Reading Time: 4 mins
You might think you’re pretty good at recognising what’s good or bad for your body. After all, it’s pretty simple – always aim for foods with as little processing as possible, aim for eating a few serves from each food group and, if you must, have the occasional treat.
The Australian Guide to Healthy Eating lists these treats as a ‘sometimes’ food, but it seems that the average Australian doesn’t know the meaning of ‘sometimes’.
Discretionary foods, also known as ‘junk food’, are energy-dense treats that we rarely recognise. Sure, everyone knows about chocolate bars, cakes and hot chips. But how many people remember to count gravy, margarine and wine?
In modelling the optimal diet, the National Health and Medical Research Council (NHMRC) concluded that in order for sufficient amounts of all core nutrients to be presented in the diet, there was essentially no room for discretionary foods in the diet. This varied for individuals with high energy expenditure and hence the NHMRC eventually settled on a recommendation of 0-3 serves of discretionary foods per day, making up approximately 10% of total energy intake.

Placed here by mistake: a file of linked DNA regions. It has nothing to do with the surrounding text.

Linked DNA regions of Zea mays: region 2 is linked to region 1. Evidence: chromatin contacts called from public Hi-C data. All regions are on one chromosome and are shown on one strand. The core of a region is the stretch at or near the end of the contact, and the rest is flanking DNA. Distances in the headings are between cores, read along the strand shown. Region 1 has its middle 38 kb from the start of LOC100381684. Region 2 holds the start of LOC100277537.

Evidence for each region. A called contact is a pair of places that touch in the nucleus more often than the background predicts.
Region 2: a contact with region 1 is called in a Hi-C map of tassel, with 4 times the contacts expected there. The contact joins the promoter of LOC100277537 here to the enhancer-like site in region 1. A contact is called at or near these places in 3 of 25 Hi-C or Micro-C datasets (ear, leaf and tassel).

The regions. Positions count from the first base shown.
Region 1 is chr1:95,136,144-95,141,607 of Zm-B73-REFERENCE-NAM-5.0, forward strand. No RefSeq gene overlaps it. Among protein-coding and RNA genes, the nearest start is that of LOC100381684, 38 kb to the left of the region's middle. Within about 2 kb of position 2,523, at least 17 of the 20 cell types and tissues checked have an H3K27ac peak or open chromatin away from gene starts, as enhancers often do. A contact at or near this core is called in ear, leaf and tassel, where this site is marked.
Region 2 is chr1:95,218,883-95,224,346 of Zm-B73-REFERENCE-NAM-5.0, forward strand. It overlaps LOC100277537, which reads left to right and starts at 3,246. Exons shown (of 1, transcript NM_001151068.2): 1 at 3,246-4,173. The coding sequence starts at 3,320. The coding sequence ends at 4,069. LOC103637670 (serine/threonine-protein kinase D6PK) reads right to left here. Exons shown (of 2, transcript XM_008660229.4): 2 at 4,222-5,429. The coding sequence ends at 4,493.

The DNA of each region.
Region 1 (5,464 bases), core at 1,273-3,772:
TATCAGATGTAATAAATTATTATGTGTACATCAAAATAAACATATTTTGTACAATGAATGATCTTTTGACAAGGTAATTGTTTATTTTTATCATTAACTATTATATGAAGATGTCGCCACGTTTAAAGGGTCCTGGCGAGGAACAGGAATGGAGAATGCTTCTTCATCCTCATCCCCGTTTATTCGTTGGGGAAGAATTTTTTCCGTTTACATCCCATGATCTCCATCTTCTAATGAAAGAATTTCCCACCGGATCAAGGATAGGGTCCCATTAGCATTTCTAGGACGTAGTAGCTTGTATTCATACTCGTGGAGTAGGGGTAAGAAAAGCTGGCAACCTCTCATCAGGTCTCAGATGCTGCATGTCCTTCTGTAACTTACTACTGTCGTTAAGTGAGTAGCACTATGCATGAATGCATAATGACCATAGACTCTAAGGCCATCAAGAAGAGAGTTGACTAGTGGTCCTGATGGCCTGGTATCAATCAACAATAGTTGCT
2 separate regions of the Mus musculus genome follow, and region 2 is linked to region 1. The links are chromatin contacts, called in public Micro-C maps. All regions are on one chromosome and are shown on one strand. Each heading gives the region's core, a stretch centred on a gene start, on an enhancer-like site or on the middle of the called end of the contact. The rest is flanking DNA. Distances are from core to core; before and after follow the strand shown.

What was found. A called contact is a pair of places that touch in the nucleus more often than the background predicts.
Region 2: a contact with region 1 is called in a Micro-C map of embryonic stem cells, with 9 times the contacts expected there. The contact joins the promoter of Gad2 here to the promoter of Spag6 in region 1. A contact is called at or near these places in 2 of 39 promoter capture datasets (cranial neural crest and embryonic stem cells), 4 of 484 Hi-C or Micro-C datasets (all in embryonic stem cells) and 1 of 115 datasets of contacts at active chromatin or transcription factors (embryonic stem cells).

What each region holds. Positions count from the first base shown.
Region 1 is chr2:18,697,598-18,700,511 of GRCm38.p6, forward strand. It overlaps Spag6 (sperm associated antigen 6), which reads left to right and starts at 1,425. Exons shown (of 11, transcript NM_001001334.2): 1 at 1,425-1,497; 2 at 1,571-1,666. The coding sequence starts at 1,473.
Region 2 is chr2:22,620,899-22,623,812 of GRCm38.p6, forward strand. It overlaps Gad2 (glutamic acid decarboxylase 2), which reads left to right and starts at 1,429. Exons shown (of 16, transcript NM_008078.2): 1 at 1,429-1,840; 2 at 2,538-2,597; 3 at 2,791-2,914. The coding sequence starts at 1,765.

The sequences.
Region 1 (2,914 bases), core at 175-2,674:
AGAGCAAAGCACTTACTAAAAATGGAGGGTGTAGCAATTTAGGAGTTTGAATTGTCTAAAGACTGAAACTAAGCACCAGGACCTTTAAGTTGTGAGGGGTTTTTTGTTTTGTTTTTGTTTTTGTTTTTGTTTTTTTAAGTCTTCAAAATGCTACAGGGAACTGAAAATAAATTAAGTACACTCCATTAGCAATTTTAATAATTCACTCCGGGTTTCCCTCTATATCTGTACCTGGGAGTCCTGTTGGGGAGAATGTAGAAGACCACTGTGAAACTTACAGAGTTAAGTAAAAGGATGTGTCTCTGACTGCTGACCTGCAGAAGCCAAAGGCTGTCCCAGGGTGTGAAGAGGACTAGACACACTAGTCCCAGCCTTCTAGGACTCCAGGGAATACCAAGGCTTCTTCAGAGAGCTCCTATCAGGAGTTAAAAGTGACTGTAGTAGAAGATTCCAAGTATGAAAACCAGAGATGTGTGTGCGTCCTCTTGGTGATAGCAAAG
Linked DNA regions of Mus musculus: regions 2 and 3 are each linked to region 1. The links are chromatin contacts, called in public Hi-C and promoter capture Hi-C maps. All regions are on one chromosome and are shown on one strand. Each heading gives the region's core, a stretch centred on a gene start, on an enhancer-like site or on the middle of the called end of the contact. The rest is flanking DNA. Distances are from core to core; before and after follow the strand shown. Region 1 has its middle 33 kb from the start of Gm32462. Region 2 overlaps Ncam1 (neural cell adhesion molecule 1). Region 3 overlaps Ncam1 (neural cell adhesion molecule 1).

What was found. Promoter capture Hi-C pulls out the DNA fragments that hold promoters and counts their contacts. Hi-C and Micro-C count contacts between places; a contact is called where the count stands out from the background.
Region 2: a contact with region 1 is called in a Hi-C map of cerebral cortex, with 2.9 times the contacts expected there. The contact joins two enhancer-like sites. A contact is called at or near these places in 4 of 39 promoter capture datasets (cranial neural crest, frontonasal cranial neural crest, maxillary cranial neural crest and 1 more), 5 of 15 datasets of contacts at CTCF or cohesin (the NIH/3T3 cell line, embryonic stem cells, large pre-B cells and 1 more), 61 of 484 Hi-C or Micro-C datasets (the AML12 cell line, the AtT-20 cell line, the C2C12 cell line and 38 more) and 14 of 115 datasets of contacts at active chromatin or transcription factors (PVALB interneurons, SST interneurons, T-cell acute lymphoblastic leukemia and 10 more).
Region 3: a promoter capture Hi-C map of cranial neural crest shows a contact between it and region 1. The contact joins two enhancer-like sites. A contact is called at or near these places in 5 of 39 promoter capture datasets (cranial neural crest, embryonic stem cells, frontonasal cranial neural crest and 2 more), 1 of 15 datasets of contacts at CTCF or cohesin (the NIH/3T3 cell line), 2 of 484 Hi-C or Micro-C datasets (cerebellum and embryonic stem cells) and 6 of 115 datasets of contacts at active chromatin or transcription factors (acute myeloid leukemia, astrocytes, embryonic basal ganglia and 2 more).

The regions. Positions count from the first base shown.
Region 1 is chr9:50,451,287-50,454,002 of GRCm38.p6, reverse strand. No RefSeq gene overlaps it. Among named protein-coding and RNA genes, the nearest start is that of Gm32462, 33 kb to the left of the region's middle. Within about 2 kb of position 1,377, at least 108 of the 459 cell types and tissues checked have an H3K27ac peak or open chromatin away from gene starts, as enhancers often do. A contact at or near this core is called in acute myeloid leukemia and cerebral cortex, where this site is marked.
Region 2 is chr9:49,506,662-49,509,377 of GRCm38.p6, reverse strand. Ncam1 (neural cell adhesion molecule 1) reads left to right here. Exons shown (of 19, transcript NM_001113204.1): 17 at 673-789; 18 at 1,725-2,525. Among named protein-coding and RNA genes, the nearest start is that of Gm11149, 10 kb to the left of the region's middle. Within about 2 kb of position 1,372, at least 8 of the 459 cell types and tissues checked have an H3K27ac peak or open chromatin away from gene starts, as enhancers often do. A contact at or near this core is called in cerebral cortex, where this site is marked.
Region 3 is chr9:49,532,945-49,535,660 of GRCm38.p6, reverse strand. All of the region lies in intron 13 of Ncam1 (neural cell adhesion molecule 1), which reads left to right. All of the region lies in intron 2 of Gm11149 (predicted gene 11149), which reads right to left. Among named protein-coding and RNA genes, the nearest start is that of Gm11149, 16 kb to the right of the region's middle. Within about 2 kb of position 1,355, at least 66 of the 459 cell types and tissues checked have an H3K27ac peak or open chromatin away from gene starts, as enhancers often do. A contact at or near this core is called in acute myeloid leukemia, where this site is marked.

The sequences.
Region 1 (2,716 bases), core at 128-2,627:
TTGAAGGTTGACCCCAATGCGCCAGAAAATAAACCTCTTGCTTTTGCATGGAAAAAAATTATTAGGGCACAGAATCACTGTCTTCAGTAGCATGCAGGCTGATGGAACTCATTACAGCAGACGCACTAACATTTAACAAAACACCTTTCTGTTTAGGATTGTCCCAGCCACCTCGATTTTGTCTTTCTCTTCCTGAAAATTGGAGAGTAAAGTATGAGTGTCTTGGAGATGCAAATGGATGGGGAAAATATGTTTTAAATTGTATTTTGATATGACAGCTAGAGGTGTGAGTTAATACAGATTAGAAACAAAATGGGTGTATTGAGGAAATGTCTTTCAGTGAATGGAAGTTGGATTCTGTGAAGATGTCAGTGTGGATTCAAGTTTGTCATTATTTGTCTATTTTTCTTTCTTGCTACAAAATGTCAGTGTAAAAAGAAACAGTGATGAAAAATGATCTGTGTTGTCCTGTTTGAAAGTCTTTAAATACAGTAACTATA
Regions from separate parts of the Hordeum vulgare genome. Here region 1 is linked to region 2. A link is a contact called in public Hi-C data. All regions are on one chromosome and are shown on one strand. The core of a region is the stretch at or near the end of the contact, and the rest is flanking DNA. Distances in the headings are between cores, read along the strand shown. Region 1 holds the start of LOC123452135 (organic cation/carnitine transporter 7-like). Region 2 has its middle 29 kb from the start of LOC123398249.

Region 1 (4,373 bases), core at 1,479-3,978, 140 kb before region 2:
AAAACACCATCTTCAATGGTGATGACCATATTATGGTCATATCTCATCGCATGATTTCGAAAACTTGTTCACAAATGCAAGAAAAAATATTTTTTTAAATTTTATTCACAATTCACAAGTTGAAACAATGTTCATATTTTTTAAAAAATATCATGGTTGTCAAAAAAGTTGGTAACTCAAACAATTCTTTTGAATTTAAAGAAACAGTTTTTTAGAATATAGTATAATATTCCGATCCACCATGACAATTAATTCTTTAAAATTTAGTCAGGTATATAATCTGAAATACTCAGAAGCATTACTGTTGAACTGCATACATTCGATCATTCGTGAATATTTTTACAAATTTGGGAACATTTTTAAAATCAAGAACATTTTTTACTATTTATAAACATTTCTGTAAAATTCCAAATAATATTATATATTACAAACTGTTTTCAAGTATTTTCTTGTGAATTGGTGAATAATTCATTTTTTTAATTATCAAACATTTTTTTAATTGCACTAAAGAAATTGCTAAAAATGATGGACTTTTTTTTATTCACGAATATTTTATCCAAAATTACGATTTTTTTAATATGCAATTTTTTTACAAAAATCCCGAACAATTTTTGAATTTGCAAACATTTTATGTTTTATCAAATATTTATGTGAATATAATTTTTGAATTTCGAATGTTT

So where do we stand?
The latest nutritional survey of Australia was conducted in 1995 (yes, somewhat dated because Australia doesn’t really do nutritional surveys). Based on the findings of this survey, the average Australian consumes approximately 35% of their energy from discretionary foods, equivalent to 5-6 serves. This varies with age and gender, with males generally having more discretionary foods than females, reaching a peak of 46% of energy intake in the late teens.
Didn’t know you were eating that much junk? Here’s some foods to watch out for:
- High sugar cereals, muesli bars (>30g/100g or if it has added fruit, >35g/100g)
- Mixed cereal dishes (e.g. sushi, sandwiches, burgers, pizza) high in saturated fat (>5g/100g)
- Added sugar to tea and coffee
- High salt sauces and spreads like gravy and vegemite
- Honey and syrups
- High fat spreads like butter and margarine
Written by guest writer and dietetics student: Helen Ying